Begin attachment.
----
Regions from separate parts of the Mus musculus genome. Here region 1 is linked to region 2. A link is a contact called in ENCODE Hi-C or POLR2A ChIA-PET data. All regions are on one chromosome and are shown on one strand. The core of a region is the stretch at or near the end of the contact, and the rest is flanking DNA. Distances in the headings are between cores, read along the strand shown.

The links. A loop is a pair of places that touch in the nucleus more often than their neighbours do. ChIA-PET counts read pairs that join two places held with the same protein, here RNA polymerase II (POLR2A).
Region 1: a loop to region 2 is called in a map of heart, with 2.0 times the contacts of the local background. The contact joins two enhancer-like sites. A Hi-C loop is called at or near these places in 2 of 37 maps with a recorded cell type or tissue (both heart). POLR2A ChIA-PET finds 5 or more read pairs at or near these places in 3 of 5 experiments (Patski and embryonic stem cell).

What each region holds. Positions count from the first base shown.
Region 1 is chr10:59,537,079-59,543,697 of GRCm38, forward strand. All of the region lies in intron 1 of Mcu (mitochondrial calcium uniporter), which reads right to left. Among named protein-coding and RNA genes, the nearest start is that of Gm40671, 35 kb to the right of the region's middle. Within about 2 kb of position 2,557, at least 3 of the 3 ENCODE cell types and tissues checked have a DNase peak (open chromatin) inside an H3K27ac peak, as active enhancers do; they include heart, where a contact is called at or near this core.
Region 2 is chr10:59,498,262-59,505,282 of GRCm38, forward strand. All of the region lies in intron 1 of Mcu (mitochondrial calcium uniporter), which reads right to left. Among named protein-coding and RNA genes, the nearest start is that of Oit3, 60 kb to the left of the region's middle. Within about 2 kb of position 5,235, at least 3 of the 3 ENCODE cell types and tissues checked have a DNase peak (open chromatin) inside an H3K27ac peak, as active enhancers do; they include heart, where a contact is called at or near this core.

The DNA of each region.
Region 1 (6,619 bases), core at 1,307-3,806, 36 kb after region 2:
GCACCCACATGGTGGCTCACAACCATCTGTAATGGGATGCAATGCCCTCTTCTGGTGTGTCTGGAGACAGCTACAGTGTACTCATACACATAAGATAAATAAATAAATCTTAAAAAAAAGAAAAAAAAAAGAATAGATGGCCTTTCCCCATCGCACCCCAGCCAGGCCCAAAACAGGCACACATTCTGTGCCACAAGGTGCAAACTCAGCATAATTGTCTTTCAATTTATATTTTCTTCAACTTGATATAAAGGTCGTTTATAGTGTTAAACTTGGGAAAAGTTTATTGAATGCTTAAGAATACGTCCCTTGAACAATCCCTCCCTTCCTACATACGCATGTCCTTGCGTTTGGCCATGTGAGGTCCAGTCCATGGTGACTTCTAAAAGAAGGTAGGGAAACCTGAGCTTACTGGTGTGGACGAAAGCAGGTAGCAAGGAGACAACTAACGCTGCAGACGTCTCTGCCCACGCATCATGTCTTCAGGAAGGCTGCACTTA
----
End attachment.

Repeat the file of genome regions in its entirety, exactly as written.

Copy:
Regions from separate parts of the Mus musculus genome. Here region 1 is linked to region 2. A link is a contact called in ENCODE Hi-C or POLR2A ChIA-PET data. All regions are on one chromosome and are shown on one strand. The core of a region is the stretch at or near the end of the contact, and the rest is flanking DNA. Distances in the headings are between cores, read along the strand shown.

The links. A loop is a pair of places that touch in the nucleus more often than their neighbours do. ChIA-PET counts read pairs that join two places held with the same protein, here RNA polymerase II (POLR2A).
Region 1: a loop to region 2 is called in a map of heart, with 2.0 times the contacts of the local background. The contact joins two enhancer-like sites. A Hi-C loop is called at or near these places in 2 of 37 maps with a recorded cell type or tissue (both heart). POLR2A ChIA-PET finds 5 or more read pairs at or near these places in 3 of 5 experiments (Patski and embryonic stem cell).

What each region holds. Positions count from the first base shown.
Region 1 is chr10:59,537,079-59,543,697 of GRCm38, forward strand. All of the region lies in intron 1 of Mcu (mitochondrial calcium uniporter), which reads right to left. Among named protein-coding and RNA genes, the nearest start is that of Gm40671, 35 kb to the right of the region's middle. Within about 2 kb of position 2,557, at least 3 of the 3 ENCODE cell types and tissues checked have a DNase peak (open chromatin) inside an H3K27ac peak, as active enhancers do; they include heart, where a contact is called at or near this core.
Region 2 is chr10:59,498,262-59,505,282 of GRCm38, forward strand. All of the region lies in intron 1 of Mcu (mitochondrial calcium uniporter), which reads right to left. Among named protein-coding and RNA genes, the nearest start is that of Oit3, 60 kb to the left of the region's middle. Within about 2 kb of position 5,235, at least 3 of the 3 ENCODE cell types and tissues checked have a DNase peak (open chromatin) inside an H3K27ac peak, as active enhancers do; they include heart, where a contact is called at or near this core.

The DNA of each region.
Region 1 (6,619 bases), core at 1,307-3,806, 36 kb after region 2:
GCACCCACATGGTGGCTCACAACCATCTGTAATGGGATGCAATGCCCTCTTCTGGTGTGTCTGGAGACAGCTACAGTGTACTCATACACATAAGATAAATAAATAAATCTTAAAAAAAAGAAAAAAAAAAGAATAGATGGCCTTTCCCCATCGCACCCCAGCCAGGCCCAAAACAGGCACACATTCTGTGCCACAAGGTGCAAACTCAGCATAATTGTCTTTCAATTTATATTTTCTTCAACTTGATATAAAGGTCGTTTATAGTGTTAAACTTGGGAAAAGTTTATTGAATGCTTAAGAATACGTCCCTTGAACAATCCCTCCCTTCCTACATACGCATGTCCTTGCGTTTGGCCATGTGAGGTCCAGTCCATGGTGACTTCTAAAAGAAGGTAGGGAAACCTGAGCTTACTGGTGTGGACGAAAGCAGGTAGCAAGGAGACAACTAACGCTGCAGACGTCTCTGCCCACGCATCATGTCTTCAGGAAGGCTGCACTTA